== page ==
How should you live? Should you devote yourself to perfecting a single talent or try to live a balanced life? Should you lighten up and have more fun, or buckle down and try to achieve greatness? Should you try to be a better friend? Should you be self-critical or self-accepting? And how should you decide among the possibilities open to you? Should you consult experts, listen to your parents, or should you do lots of research? Should you make lists of pros and cons, or go with your gut? These are not questions that can be answered in general or in the abstract. Rather, these questions are addressed to the first person point of view, to the perspective each of us occupies when we reflect on how to live without knowing exactly what we're aiming for. To answer them, this book focuses on the process of living one's life from the inside, rather than on defining goals from the outside. Drawing on traditional philosophical sources as well as literature and recent work in social psychology, this book argues that to live well, we need to develop reflective wisdom: to care about things that will sustain us and give us good experiences, to have perspective on our successes and failures, and to be moderately self-aware and cautiously optimistic about human nature. Further, we need to know when to think about our values, character, and choices, and when not to. A crucial part of wisdom, the book maintains, is being able to shift perspectives: to be self-critical; to be realistic; to examine life when reflection is appropriate, but not when we should lose ourselves in experience.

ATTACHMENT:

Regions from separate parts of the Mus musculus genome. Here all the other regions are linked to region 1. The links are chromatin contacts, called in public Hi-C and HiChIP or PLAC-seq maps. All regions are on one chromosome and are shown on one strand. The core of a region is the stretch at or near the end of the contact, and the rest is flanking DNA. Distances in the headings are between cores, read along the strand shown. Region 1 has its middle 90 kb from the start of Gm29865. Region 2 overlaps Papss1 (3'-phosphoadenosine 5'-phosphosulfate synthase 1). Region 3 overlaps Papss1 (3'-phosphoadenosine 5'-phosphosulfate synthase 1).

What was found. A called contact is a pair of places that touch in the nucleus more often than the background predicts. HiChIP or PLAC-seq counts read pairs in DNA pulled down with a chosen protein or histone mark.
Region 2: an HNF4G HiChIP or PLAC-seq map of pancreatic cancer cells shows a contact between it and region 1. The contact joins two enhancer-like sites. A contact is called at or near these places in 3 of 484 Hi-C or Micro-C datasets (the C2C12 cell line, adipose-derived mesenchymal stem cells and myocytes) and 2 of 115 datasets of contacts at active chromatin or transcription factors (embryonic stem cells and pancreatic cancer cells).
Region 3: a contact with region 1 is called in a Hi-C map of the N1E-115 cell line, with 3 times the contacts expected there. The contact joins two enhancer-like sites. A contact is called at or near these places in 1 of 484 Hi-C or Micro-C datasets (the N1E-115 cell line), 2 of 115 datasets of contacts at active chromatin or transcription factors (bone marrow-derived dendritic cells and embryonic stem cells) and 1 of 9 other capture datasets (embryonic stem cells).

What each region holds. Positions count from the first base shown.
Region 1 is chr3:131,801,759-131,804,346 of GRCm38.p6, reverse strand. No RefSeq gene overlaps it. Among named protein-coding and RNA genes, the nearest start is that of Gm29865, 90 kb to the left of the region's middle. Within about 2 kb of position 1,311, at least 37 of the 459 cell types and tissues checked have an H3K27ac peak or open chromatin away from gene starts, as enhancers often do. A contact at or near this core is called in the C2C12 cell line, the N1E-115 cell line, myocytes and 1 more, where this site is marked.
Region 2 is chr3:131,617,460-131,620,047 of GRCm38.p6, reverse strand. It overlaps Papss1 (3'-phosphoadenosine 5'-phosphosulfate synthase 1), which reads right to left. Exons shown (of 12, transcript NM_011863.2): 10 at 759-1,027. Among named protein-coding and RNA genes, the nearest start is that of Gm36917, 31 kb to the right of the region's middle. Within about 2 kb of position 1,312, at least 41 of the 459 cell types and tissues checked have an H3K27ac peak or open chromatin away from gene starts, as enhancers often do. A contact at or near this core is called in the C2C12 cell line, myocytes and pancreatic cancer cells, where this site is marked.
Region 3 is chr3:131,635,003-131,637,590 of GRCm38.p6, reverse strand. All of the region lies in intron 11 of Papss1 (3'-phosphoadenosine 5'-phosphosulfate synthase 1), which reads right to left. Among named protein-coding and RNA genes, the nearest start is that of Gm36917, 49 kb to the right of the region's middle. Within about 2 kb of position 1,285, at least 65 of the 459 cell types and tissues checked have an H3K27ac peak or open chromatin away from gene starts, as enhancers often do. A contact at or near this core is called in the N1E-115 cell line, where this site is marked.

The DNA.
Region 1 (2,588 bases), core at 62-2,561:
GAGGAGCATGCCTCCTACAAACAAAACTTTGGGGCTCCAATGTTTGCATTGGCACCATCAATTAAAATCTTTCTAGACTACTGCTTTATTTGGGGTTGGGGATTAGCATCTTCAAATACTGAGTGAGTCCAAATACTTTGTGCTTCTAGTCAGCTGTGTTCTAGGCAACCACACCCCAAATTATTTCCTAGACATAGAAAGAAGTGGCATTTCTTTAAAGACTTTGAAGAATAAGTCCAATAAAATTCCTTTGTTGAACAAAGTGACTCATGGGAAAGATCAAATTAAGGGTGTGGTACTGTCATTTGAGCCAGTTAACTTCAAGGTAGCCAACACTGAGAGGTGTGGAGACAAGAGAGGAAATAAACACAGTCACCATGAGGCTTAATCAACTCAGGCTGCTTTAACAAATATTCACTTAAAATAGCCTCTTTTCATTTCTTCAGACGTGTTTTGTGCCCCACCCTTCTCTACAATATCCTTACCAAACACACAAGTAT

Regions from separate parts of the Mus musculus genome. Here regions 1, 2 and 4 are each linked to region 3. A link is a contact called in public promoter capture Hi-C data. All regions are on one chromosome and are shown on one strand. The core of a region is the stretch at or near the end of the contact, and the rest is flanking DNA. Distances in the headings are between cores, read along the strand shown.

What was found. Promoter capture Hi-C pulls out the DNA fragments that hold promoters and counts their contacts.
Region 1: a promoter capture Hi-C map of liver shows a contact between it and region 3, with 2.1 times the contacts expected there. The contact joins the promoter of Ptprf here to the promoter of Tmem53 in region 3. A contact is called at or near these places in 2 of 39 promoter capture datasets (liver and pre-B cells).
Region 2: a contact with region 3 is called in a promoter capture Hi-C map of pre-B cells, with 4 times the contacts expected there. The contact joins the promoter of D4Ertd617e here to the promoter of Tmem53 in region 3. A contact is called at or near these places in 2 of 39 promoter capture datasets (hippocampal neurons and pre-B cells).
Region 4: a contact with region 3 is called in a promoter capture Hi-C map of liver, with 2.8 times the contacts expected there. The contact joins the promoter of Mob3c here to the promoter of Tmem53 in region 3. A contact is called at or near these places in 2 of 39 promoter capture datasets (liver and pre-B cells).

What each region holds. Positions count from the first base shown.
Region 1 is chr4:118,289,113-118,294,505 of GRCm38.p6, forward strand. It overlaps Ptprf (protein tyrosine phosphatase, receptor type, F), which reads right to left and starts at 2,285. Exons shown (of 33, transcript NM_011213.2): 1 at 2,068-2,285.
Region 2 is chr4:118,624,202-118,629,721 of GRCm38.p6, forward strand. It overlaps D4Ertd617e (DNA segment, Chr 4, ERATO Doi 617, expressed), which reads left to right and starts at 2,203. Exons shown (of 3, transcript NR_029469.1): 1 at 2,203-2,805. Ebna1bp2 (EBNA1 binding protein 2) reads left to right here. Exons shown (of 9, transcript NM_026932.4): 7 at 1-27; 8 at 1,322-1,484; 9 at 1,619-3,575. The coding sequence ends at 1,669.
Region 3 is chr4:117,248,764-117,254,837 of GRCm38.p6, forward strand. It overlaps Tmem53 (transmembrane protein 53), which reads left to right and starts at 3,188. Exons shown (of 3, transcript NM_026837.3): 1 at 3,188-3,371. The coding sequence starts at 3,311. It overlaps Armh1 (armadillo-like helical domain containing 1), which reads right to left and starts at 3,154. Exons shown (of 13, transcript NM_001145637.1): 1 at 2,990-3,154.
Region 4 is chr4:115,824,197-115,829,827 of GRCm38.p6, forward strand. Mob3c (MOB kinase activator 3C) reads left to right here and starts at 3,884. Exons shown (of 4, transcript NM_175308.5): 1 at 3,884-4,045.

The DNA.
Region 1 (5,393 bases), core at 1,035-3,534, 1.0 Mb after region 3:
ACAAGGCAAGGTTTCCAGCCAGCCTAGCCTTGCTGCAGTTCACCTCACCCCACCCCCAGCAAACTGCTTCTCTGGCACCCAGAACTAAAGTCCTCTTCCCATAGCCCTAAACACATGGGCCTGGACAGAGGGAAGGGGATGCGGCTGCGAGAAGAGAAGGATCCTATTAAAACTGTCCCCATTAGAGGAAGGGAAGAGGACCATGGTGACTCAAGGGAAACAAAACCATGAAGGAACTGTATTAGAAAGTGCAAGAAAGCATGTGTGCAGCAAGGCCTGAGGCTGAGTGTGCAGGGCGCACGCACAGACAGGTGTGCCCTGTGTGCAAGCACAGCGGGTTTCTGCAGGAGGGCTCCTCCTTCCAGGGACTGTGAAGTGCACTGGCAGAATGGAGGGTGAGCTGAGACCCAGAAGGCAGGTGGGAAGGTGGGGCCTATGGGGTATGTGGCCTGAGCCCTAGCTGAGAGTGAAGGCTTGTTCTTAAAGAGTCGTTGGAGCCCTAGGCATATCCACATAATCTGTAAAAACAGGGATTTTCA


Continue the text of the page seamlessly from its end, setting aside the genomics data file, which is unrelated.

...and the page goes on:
|Original language||English (US)|
|Place of Publication||Oxford|
|Publisher||Oxford University Press|
|Number of pages||240|
|State||Published - May 1 2008|
- Balanced life
- Reflective wisdom